ANAT 309 Functional Histology
Dr. Lynne Postovit
ANAT 309, Functional Histology, is designed to introduce students to the field of mammalian histology, or microscopic anatomy. Histology is a branch of the anatomical sciences that deals with the study of the structure and functions of normal tissues and cells of the body.
Much of what is known today about the tissues and cells of the body comes from classical light microscopy. However, the advent of electron microscopy in the 1950s and the availability of other procedures in electron microscopy (such as freeze-fracture technique and scanning electron microscopy) have added tremendous information to the knowledge of the structure of tissues and cells at the ultrastructural level. Advances made in other microscopic techniques, both at the light and electron microscopic levels such as radioautography, immunofluorescence, cytochemistry, immunohistochemistry, and in situ hybridization) have helped further understand the structure-function relation of various organelles within the cell.
Throughout the course modules, students will be introduced to the histology of many of the body's tissues and organs with particular emphasis on structure-function relationships at the cell and tissue level.
Minimum 3rd year (level 3) standing and one of (PHGY 170/3,0; BIOL 102/3.0; BIOL 103/3.0; BIOL 202/3.0).
This course will be delivered in both an online and a blended format.
After completing ANAT 309, students will be able to:
- Recognize and describe the organization of the mammalian cell and the function of the major cell organelles
- Using histological sections, identify the four basic tissue types and various tissues, organs and cell types
- Compare, contrast and discuss the differences in the organization and structure of the four basic tissue types and their association into organs and systems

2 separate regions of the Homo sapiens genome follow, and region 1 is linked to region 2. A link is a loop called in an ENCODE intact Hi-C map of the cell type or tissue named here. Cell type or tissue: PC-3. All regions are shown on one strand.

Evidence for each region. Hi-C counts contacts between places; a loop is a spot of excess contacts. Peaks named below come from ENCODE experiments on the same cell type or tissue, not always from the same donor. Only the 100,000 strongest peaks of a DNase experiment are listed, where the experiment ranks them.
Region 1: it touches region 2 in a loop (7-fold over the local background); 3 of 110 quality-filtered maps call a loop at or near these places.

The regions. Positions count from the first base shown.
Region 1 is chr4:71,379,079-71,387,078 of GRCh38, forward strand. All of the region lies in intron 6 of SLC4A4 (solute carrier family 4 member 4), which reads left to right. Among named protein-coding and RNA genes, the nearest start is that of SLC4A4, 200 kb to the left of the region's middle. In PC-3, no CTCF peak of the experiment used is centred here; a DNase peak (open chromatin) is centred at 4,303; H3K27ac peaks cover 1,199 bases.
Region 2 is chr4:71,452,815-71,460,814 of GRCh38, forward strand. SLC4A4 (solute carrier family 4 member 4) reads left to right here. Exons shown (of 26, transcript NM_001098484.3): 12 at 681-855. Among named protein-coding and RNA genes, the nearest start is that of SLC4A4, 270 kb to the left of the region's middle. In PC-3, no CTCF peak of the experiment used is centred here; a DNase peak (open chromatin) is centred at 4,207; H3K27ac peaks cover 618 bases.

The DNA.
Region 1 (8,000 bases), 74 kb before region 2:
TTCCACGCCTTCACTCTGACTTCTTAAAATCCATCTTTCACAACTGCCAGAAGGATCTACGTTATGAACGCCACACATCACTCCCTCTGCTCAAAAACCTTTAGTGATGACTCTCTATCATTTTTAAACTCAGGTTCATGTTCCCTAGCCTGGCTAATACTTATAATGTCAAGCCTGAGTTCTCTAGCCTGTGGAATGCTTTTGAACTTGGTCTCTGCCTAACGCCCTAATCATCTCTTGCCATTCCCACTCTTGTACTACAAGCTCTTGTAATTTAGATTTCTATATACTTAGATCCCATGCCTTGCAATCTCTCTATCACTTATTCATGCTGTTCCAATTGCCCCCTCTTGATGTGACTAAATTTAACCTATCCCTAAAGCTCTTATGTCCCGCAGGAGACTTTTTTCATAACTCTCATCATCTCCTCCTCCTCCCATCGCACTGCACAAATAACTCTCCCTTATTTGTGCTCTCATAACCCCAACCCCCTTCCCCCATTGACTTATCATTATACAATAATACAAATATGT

- Describe normal structure-function relationships within cells and tissues as well as recognize abnormal histology, such that a prediction of the consequences of this disruption can be made for a disease state
The assessments that correspond with the program competencies are indicated below:
- Communicator (Assessments 1-4)
- Advocate (Assessment 2)
- Leader (n/a)
- Collaborator (Assessment 2)
- Professional (Assessment 2)
- Scholar (Assessment 2)
- Content Expert (Assessments 1-4)
Assessment 1 – Modules Quizzes (20%)
Students will complete six proctored module quizzes throughout the semester. The quizzes will consist of multiple choice, bell-ringer, and short answer questions designed to test the student’s knowledge of course material. Each module quiz will cover concepts covered in the two previous modules.
Assessment 2 – Histology Conference: Case Study Presentation (30%)
For this assessment, students will work in groups to create a narrated PowerPoint presentation based on a case study that is provided. In the scenario, students will extend their knowledge of course content and present an analysis of the case at a fictitious Histology Conference. Each group will answer a series of questions in their presentation and will advocate for how histology may allow one to determine disease and/or understand a biological process. Students will participate in two ‘conferences’ (or create two presentations) throughout the semester.
Assessment 3 – Midterm Exam (20%)
Students are required to write a proctored midterm exam. The exam will consist of multiple choice and short answer questions designed to assess the integration and application of course material from Modules 01-06.
Assessment 4 – Final Exam (30%)
Students are required to write a proctored final exam. The exam is cumulative and will consist of multiple choice and short answer questions designed to assess the integration and application of material from the entire course.
Students can expect to spend approximately 9-10 hours a week (108-120 hours per term) in study, practice, and online activity for ANAT 309.
Learning modules, course notes, and select readings will be made available as needed by the instructor. There will not be any specific textbook recommended for use this year. Lecture notes will be posted on the course website weekly.